Bullying is based on intimidation and it’s not only found among kids on the playground. With all the stress in our world right now and a lack of control, there are adult bullies who find comfort by intimidating others, whether that is through words or by actions. Have you noticed less courtesy in the grocery store? Do tailgaters seem to always follow you? Closely? Paragon Orthopedic Center occasionally has patients who yell at the staff to try and get their way, or use obscenities when given information that they don’t want to hear. None of this is ever tolerated at our clinic and if you have seen it, you know we deal with it immediately. But sometimes you can’t kick your bully immediately out of your life and be done with that person. Sometimes, a bully affects your every day and has a ripple affect. Recently, the Wall Street Journal explored this. Here is a summary of the ways they recommend to deal with them:
–Most importantly, make sure you are safe.
–Do not engage them because this will encourage more of the attacking behavior.
–Do not allow the bully to affect your thoughts. Limit how much you think or talk about the person.
–Accept that you can’t change him/her.
–Mentally picture your reaction for satisfaction, but don’t act on any of it.
Read more here:
Never wrestle with a pig. You’ll get dirty and the pig likes it. (Author unknown)
You have to admit, there is a lot of material out there right now for arguments. The newspapers here in Southern Oregon, the television stations around the world, and the radio stations right here in Grants Pass are rife with one-sided pieces that might leave you feeling attacked. Those feelings can occur with the ones we love and care about too. Do you argue to win? Do you allow people to spew their views and not voice your own opinion, even in a respectful way, to avoid confrontation? There are many styles of arguing and many ways to end an argument amicably. Here is an article that breaks down the styles of arguing, from gas-lighting to pleasing. Arguments should end with both sides feeling understood, which doesn’t mean you have to agree, but you’re trying to make them constructive, not destructive. If you don’t know your style, the article even has a link with a 43 question quiz by Psychology Today. The quiz will take you approximately 20 minutes. It might take a bit of time and reading, but if you desire to end arguments on a friendlier note and want to feel understood, check out this article:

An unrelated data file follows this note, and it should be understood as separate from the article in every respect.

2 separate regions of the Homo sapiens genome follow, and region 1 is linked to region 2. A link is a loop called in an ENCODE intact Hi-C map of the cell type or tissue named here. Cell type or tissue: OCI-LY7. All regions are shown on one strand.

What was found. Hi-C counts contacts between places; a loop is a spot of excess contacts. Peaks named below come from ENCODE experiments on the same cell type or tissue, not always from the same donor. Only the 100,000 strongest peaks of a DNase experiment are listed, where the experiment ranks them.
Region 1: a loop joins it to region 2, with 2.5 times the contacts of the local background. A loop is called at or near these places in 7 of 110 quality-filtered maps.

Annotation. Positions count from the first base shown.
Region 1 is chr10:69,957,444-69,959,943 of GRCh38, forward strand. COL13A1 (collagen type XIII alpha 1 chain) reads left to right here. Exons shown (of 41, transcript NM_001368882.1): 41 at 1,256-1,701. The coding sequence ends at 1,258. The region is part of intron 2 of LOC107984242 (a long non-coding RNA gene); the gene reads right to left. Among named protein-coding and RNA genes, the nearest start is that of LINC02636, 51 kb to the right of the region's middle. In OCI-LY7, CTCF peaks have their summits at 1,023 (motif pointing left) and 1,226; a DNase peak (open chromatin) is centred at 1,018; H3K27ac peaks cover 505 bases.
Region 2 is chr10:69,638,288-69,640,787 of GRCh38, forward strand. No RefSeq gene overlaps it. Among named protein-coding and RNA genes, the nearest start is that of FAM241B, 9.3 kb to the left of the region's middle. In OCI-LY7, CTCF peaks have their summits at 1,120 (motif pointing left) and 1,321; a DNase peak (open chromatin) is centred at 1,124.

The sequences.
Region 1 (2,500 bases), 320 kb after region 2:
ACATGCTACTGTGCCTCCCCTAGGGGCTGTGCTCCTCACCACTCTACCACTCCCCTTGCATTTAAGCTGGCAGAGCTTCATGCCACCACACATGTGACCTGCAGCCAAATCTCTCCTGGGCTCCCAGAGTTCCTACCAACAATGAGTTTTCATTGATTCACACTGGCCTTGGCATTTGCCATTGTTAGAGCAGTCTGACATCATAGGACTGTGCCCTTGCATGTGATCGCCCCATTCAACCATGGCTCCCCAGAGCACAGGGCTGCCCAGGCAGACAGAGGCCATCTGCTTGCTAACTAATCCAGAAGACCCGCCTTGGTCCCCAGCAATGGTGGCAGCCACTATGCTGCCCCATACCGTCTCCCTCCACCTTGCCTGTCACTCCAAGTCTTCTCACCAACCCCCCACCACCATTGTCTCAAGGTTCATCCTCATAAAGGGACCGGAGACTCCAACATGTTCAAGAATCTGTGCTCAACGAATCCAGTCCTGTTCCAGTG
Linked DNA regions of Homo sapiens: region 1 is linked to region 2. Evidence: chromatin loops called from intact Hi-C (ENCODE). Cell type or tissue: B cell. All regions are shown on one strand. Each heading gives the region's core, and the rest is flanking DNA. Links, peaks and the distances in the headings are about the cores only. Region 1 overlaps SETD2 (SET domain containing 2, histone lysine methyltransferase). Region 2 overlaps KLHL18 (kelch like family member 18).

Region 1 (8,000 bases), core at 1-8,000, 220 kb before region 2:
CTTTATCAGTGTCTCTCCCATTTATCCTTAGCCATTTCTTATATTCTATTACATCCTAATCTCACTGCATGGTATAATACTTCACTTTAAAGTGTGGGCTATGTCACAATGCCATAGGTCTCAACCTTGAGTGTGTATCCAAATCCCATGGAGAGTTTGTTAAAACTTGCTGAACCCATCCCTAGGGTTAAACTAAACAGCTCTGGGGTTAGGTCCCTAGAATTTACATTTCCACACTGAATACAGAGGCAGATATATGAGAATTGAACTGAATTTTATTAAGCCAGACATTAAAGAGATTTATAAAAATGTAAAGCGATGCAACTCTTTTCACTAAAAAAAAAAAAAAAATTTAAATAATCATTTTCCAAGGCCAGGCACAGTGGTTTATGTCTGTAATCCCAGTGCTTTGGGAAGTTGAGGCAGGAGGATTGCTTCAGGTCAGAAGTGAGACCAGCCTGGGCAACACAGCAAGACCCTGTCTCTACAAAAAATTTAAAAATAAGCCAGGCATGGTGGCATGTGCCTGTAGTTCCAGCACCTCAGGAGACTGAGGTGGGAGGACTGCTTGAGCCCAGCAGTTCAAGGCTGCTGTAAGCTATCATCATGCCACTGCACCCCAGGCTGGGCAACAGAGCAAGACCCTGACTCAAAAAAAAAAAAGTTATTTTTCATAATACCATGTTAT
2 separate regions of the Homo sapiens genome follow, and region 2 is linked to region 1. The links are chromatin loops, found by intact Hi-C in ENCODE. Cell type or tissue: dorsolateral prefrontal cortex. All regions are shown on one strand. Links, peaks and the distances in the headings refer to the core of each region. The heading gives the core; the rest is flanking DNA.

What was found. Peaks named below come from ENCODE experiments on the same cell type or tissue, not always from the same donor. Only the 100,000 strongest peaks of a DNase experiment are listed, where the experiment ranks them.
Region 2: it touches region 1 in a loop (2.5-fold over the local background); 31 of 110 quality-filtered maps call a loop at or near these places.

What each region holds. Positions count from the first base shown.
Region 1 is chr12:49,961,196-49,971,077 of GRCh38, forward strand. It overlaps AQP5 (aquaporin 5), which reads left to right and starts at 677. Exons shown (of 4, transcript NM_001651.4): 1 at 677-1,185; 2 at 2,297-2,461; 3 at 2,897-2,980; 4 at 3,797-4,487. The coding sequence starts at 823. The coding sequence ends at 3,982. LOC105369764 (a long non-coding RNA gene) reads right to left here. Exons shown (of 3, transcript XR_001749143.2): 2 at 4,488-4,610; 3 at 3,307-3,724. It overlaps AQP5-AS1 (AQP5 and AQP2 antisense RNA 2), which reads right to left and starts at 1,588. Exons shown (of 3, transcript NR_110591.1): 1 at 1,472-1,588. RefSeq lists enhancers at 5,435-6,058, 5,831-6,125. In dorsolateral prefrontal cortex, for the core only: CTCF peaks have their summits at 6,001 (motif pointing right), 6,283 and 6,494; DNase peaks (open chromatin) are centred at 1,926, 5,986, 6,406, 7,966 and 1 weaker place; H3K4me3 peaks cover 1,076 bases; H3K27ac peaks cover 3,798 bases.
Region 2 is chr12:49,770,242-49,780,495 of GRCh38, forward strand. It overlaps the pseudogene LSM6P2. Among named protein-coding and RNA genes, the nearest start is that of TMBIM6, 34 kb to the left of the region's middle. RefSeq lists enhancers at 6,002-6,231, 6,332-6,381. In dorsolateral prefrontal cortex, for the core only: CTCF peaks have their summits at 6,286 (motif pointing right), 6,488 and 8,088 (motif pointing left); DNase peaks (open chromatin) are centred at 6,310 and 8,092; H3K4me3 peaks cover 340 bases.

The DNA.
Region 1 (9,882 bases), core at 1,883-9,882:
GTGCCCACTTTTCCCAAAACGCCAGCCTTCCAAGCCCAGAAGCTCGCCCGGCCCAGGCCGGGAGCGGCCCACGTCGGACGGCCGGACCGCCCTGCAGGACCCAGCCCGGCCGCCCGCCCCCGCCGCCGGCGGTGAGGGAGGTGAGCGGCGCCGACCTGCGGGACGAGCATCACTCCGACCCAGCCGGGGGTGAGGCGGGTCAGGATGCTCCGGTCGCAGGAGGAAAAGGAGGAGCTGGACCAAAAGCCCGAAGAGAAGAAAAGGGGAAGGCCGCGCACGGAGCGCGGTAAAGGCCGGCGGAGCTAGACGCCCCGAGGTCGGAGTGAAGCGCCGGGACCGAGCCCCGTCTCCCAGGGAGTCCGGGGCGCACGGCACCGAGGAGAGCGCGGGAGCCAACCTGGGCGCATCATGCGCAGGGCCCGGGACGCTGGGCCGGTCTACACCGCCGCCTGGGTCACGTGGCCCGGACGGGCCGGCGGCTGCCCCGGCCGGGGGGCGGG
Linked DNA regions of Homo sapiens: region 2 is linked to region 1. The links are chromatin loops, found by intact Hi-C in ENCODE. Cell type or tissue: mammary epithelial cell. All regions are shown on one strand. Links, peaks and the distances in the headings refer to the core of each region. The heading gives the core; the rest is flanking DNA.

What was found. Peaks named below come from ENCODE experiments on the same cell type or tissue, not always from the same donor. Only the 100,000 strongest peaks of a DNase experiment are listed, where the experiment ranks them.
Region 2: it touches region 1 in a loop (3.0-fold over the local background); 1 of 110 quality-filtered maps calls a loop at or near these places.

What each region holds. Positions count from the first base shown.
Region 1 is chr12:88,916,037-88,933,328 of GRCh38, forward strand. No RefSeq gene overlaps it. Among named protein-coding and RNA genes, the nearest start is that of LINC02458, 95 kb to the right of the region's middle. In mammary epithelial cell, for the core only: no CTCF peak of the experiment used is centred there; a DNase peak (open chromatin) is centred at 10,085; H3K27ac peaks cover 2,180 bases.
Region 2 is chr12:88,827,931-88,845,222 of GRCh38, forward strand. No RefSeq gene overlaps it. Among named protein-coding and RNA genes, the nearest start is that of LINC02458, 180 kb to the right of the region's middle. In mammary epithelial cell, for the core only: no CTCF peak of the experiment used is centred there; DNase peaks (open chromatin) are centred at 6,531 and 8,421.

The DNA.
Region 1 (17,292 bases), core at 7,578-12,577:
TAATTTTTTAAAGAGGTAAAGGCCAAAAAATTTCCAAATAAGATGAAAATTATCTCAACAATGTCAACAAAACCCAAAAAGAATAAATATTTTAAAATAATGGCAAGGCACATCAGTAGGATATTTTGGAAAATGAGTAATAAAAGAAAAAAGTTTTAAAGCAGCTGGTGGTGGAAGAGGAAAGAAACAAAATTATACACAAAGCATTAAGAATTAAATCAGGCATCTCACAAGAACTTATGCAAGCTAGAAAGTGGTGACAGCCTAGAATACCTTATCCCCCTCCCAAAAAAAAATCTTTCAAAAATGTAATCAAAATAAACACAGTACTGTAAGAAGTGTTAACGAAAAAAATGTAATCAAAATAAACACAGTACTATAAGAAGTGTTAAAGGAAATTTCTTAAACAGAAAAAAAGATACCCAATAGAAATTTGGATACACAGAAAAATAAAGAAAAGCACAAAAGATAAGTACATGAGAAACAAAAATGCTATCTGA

The news is providing us with numbers that indicate Oregon Covid cases are rising, but you might wonder how our counties in Southern Oregon compare to the whole state. Yesterday, July 6th, OregonLive.com put out an interactive map with numbers for the new cases according to their zip codes. The zip code for Hermiston tops the list with over 140 new cases in a week. To let our patients know, there have been no cases of Covid found at our clinic and we continue to mandate masks when you come to Paragon Orthopedic Center. An employee continues to screen everyone with health questions and a temperature check before entering the clinic. Click on the link below to take closer look at our new cases, as well as the cases found in all Oregon counties.
Paragon Orthopedic Center wishes Southern Oregon a wonderful, relaxing Fourth of July! We are all itching to have our barbecues and get-togethers, but please remember to keep your 6 feet of distance from others to minimize Covid transmission, use face masks as needed/required, and wash your hands as often as possible. Hand sanitizers and bleach wipes are good ways to prevent the spread of the coronavirus too. A little bit of attention to these details and caution will help everyone. We don’t want to go back to isolation, so let’s work together to keep the number of active cases low.